In a judgment of 27 February 2019, the Swedish Patent and Market Court of Appeal (PMÖD) stated that a registration of a trademark in black and white cannot in itself result in protection in relation to all colour combinations. This is a turnaround of the practice established in Sweden since the 1960’s.
The PMÖD has, unlike the Patent and Market Court (PMD) and the Patent and Registration Office (PRV), considered that an international registration of a trademark consisting of, inter alia, the letter g enclosed in a square in figure shall apply in Sweden and thus abrogated the decision of the lower court and a practice that had been established through preparatory works and case law since the 1960’s. In light of the new practice, the PMÖD found that the red background colour of the earlier mark together with some other elements meant that the similarity of the marks was low, even though both marks were squares comprising the letter “g”, and therefore found no likelihood of confusion between the marks.
The main question concerned whether a likelihood confusion existed between the international registration designating Sweden, depicted below, and an earlier EUTM consisting of the same letter in white against a red background, also depicted below.
IR designating Sweden Earlier EUTM
Interesting enough, in its submission to the court, the PRV stated that according to Swedish case law, the scope of protection for black and white brands cover all colours, while a ruling from the European Court of Justice indicated that EU case law is more nuanced (the PRV made reference to the Specsavers’ judgement by the CJEU (Case C-252/12) ). The PRV thus stated that there may be reasons to change the Swedish practice for harmonisation purposes. Apparently, this is something that the PMÖD took note of.
In its ruling, the PMÖD noted that, in terms of similarity, there were some clear differences between the signs which affected the overall impression of the respective sign. A particularly prominent difference between the signs was that the earlier EUTM had a clear red background, while the international registration designating Sweden was depicted in black and white.
As such, the key question in the assessment of the similarity of the signs was if a registration in black and white covers all colours or is limited to black and white only, since if the IR could be seen as also being red would affect the outcome of the assessment. The PMÖD in this case took influence from the Specsavers’ case above and considered, by analogy, that the CJEU had concluded that a black and white mark did not include protection for all colours. The PMÖD reasoned that if a black and white mark would have included all colours, the CJEU would not have had to consider that use in a specific colour could influence the scope of protection of a mark registered in black and white as the case was in Specsavers.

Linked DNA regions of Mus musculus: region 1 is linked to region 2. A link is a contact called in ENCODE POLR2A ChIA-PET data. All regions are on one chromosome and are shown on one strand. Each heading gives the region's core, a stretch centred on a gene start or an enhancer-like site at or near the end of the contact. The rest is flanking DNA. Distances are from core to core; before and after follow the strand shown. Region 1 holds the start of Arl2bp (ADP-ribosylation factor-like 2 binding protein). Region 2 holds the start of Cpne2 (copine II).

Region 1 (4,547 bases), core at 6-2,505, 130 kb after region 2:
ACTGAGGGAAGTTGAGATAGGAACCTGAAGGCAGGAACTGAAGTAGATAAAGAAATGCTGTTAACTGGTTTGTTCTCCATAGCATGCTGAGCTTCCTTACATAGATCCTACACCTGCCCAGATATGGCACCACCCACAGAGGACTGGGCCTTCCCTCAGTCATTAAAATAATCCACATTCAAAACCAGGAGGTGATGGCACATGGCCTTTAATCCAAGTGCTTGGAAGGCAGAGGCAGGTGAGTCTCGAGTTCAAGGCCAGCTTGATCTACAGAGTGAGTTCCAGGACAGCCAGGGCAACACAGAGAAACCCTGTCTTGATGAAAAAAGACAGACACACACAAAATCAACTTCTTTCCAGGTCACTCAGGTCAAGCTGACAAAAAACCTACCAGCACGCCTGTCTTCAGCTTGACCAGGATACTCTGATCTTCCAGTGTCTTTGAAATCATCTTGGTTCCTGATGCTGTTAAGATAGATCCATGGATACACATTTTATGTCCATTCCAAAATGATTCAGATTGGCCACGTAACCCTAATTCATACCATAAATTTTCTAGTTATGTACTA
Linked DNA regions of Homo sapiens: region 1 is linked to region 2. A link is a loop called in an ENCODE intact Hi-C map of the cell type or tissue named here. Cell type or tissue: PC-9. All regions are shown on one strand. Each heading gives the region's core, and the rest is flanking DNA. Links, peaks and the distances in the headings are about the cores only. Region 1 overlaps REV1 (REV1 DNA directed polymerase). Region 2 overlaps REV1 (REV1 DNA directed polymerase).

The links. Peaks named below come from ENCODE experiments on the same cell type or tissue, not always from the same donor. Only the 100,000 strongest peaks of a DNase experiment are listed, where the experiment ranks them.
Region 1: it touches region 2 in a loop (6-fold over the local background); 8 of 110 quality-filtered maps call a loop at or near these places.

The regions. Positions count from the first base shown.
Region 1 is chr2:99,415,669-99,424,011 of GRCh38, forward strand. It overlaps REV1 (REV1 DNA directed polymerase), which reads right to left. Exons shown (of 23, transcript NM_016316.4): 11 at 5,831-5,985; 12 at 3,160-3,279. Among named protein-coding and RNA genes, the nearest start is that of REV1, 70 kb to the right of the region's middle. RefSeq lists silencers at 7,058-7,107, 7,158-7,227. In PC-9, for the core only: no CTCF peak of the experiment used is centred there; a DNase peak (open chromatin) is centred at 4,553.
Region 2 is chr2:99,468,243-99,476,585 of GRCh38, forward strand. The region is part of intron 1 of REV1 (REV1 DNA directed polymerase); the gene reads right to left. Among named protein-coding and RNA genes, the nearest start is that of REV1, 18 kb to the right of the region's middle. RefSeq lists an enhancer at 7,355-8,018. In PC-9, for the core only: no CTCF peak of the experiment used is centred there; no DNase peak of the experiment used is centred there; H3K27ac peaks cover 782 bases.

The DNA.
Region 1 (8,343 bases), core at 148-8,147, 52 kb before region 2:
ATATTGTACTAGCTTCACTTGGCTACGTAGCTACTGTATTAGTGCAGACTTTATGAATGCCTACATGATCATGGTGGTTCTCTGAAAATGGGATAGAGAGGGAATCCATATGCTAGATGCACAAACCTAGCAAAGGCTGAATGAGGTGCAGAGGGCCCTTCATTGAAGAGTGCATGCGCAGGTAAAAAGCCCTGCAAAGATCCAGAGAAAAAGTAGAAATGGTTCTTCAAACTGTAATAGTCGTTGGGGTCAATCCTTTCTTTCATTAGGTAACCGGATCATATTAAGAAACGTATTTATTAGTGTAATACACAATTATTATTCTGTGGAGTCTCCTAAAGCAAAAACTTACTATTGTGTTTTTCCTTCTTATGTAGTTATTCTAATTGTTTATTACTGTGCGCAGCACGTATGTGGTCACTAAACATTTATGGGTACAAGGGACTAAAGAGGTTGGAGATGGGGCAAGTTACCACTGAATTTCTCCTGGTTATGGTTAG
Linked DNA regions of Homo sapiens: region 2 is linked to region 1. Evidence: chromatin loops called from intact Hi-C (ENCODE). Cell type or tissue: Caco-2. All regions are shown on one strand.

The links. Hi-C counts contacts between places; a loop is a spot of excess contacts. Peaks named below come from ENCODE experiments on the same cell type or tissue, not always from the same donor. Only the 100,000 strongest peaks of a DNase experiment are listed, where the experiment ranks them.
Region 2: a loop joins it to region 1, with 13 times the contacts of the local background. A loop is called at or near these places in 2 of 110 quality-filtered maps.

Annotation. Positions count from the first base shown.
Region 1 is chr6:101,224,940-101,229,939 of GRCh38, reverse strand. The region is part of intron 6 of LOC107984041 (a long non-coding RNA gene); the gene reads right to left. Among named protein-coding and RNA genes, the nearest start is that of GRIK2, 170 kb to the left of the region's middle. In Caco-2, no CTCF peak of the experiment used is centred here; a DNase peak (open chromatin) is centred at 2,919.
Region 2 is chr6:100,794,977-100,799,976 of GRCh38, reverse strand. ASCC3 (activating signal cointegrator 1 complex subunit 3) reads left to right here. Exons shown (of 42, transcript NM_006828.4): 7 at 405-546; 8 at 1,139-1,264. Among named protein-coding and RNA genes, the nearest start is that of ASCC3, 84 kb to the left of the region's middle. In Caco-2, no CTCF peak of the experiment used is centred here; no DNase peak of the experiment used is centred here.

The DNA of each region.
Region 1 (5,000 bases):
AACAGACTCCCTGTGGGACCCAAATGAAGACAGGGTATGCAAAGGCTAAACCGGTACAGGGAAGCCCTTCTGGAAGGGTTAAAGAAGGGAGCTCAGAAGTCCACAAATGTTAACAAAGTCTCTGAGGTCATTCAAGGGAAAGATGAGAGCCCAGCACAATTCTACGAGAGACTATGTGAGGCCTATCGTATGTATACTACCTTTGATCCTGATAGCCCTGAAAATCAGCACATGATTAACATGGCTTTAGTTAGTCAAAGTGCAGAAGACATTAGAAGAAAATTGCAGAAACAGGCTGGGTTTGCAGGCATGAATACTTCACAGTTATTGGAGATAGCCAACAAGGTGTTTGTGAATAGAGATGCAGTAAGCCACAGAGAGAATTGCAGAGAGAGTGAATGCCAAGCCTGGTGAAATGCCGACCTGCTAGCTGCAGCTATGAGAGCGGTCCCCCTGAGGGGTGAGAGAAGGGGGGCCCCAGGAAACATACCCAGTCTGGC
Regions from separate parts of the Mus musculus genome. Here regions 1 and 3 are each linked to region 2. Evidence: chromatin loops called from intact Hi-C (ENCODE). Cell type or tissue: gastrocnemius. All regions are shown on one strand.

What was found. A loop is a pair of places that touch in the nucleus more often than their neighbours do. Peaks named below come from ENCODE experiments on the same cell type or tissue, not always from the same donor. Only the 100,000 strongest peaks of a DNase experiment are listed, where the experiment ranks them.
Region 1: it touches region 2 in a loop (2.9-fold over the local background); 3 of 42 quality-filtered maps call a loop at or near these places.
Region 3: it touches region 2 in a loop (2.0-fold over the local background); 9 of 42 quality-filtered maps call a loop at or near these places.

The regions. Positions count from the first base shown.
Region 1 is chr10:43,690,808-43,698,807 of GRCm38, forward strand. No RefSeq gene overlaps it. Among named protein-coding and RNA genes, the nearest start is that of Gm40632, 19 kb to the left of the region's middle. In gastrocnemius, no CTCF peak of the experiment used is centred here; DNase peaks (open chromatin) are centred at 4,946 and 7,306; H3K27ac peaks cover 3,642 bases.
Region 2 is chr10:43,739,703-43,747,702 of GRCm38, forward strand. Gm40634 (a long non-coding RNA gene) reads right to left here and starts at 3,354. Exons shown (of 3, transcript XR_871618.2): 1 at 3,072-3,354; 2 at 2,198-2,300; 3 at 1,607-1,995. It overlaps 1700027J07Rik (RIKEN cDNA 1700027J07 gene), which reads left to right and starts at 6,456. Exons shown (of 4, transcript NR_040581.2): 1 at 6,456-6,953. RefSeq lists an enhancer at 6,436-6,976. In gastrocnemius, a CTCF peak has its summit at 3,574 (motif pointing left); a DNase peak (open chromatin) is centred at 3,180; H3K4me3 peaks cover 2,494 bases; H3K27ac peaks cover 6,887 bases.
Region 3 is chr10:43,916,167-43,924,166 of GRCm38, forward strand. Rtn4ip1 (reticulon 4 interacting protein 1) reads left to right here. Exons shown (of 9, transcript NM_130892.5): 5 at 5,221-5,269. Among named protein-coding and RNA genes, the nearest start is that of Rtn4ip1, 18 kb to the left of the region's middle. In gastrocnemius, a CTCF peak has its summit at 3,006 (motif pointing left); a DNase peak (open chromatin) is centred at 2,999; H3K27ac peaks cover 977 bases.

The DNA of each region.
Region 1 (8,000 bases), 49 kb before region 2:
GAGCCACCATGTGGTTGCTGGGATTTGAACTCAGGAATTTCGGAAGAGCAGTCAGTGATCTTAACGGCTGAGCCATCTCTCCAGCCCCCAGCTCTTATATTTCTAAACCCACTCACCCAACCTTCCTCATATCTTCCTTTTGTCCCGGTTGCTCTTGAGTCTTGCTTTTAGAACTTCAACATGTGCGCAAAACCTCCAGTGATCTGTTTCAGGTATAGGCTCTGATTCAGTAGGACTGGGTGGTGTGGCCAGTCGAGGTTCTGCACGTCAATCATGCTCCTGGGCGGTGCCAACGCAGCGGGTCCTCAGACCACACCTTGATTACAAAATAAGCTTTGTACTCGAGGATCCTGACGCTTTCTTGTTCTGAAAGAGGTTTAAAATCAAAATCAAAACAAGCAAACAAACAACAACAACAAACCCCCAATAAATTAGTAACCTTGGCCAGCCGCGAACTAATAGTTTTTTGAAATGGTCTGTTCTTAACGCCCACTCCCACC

This case is not appealable. Therefore, it is now established that black and white marks are no longer considered to cover all colours in Sweden.
Some interesting key points from the decision are that the PMÖD felt compelled to change the Swedish practice on black and white marks in this case. The Specsavers’ case does not, in this authors opinion, deal with the scope of protection of black and white marks as registered. Instead, this case deals with infringement of repute and acquired distinctiveness through use. In addition, the PMÖD references the General Court case of 9 April 2014, T-623/11’Milanówek Cream Fudge’ p. 39 in support of its conclusion as the court in this case stated that a registration of a mark which does not designate any specific colour does not mean that it covers all colour combinations which are enclosed within the graphic representation. Nevertheless, in the case of 16 January 2018, T-398/16 ‘Starbucks’ p. 53-54, the General Court stated that “…the trade mark application seeks protection in respect of a composite figurative sign which does not refer to any colour in particular. That sign’s user could therefore, as EUIPO acknowledged at the hearing, use it in the colour of its choice, including in the black, green and white shades of the earlier EU trade marks…”.
Considering the above, it could be argued that the practice in Luxembourg might not be coherent enough to change an established national practice. It could further be questioned whether the colour actually is pivotal for the likelihood of confusion assessment (this author thinks not!). The practice change is, nevertheless, most welcomed from a harmonisation perspective and will facilitate trademarks assessments within the EU. Still, certain trademark owners who have felt comfortable with large B&W portfolios may have to consider refiling certain marks in colour.